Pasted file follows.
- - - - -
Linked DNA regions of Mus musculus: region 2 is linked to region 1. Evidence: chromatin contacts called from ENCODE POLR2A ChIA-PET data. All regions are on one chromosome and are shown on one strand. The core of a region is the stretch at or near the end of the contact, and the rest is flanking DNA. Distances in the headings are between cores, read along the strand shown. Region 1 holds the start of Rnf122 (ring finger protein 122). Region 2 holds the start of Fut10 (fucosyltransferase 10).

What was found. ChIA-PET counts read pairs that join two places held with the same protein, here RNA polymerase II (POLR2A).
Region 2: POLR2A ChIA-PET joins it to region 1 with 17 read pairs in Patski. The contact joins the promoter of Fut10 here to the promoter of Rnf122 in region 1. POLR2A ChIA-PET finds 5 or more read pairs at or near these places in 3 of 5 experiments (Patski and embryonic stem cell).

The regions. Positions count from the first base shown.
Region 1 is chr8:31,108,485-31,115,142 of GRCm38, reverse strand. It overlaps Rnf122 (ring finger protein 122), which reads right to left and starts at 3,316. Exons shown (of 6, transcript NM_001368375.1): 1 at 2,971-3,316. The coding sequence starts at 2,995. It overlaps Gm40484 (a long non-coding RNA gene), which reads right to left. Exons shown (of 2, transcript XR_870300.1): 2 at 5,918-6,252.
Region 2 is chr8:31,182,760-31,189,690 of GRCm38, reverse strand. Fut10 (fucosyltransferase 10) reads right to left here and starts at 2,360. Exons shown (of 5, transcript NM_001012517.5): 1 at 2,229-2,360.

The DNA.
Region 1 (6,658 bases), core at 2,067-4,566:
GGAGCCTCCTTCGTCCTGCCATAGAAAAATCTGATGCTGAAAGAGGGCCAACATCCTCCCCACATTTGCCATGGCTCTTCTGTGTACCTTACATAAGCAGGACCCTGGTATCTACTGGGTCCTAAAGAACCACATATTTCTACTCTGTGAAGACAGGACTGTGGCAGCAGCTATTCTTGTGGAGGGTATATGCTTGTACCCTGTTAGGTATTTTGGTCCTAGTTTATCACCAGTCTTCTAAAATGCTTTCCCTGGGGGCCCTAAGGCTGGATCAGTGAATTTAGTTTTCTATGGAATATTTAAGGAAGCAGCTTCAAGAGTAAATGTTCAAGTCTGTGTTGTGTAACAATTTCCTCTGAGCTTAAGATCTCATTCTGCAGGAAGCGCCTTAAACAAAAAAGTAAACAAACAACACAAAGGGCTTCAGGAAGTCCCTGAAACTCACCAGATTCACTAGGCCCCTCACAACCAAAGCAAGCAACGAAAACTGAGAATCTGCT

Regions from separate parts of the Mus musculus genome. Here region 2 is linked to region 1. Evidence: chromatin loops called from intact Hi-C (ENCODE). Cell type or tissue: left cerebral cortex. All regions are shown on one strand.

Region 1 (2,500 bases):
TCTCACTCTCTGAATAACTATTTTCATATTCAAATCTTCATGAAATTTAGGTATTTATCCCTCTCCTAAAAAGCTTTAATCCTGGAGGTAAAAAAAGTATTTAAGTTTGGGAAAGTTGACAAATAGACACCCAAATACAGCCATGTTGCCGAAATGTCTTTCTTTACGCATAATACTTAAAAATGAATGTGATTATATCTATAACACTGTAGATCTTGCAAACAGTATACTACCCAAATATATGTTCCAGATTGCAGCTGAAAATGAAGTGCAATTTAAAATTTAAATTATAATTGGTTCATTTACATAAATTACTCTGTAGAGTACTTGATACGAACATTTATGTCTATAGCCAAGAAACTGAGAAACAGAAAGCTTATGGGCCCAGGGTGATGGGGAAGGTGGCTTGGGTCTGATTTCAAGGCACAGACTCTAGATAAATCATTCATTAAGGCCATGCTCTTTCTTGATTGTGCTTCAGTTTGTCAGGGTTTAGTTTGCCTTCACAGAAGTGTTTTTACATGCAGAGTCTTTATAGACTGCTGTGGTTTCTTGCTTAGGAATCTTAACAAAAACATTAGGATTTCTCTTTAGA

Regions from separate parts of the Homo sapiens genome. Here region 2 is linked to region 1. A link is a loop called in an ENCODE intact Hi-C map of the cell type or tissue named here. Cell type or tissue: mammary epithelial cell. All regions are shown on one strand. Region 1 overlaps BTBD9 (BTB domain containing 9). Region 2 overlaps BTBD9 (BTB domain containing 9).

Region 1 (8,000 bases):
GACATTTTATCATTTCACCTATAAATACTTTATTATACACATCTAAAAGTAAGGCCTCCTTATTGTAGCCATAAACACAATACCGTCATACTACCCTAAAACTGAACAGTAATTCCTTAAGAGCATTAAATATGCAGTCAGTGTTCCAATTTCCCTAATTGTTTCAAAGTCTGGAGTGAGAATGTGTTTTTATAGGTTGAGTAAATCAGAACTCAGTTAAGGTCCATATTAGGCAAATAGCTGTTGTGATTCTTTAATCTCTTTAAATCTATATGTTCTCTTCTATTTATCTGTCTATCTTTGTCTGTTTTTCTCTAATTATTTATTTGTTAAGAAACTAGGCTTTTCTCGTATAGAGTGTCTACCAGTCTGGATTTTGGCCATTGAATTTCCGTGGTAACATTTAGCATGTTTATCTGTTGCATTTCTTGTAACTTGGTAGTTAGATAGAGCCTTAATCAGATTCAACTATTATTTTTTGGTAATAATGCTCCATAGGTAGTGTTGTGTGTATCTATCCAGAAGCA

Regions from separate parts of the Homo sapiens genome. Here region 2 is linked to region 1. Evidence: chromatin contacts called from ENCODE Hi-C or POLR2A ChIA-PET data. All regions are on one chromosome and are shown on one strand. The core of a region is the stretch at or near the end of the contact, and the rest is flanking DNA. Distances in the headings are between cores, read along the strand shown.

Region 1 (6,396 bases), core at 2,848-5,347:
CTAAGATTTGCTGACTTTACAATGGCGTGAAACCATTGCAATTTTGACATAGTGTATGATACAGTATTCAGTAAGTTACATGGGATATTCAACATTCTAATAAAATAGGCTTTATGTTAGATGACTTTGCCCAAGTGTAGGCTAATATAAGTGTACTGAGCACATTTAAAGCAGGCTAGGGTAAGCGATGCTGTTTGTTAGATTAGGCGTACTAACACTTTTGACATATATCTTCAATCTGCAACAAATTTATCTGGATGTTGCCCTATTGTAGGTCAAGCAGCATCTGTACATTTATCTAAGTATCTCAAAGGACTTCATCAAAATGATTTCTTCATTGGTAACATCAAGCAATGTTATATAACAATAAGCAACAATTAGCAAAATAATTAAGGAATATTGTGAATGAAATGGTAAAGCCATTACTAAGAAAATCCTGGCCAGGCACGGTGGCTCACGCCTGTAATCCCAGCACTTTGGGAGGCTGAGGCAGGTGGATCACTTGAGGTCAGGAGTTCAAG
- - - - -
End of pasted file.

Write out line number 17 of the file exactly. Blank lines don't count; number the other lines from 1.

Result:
Region 1 (6,396 bases), core at 2,848-5,347: